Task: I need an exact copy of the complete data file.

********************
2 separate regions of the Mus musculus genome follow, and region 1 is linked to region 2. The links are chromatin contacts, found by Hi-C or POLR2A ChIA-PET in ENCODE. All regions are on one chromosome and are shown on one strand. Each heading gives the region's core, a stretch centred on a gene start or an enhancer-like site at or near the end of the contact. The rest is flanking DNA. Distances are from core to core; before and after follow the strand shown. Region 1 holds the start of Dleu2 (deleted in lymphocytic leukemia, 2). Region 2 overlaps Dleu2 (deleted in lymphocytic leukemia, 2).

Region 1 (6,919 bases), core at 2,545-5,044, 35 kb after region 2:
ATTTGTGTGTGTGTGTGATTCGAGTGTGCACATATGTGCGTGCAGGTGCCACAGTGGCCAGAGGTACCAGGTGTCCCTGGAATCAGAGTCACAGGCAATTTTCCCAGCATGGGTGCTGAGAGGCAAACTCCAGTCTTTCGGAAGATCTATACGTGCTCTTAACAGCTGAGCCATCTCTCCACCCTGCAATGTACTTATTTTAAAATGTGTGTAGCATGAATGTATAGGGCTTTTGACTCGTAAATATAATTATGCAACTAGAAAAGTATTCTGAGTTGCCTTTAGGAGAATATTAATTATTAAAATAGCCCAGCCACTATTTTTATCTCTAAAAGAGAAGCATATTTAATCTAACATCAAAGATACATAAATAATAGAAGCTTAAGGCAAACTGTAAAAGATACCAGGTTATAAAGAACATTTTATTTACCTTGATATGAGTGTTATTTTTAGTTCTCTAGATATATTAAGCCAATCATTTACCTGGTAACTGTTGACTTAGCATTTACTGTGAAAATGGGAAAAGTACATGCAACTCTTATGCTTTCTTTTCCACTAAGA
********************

2 separate regions of the Mus musculus genome follow, and region 1 is linked to region 2. The links are chromatin contacts, found by Hi-C or POLR2A ChIA-PET in ENCODE. All regions are on one chromosome and are shown on one strand. Each heading gives the region's core, a stretch centred on a gene start or an enhancer-like site at or near the end of the contact. The rest is flanking DNA. Distances are from core to core; before and after follow the strand shown. Region 1 holds the start of Dleu2 (deleted in lymphocytic leukemia, 2). Region 2 overlaps Dleu2 (deleted in lymphocytic leukemia, 2).

Region 1 (6,919 bases), core at 2,545-5,044, 35 kb after region 2:
ATTTGTGTGTGTGTGTGATTCGAGTGTGCACATATGTGCGTGCAGGTGCCACAGTGGCCAGAGGTACCAGGTGTCCCTGGAATCAGAGTCACAGGCAATTTTCCCAGCATGGGTGCTGAGAGGCAAACTCCAGTCTTTCGGAAGATCTATACGTGCTCTTAACAGCTGAGCCATCTCTCCACCCTGCAATGTACTTATTTTAAAATGTGTGTAGCATGAATGTATAGGGCTTTTGACTCGTAAATATAATTATGCAACTAGAAAAGTATTCTGAGTTGCCTTTAGGAGAATATTAATTATTAAAATAGCCCAGCCACTATTTTTATCTCTAAAAGAGAAGCATATTTAATCTAACATCAAAGATACATAAATAATAGAAGCTTAAGGCAAACTGTAAAAGATACCAGGTTATAAAGAACATTTTATTTACCTTGATATGAGTGTTATTTTTAGTTCTCTAGATATATTAAGCCAATCATTTACCTGGTAACTGTTGACTTAGCATTTACTGTGAAAATGGGAAAAGTACATGCAACTCTTATGCTTTCTTTTCCACTAAGA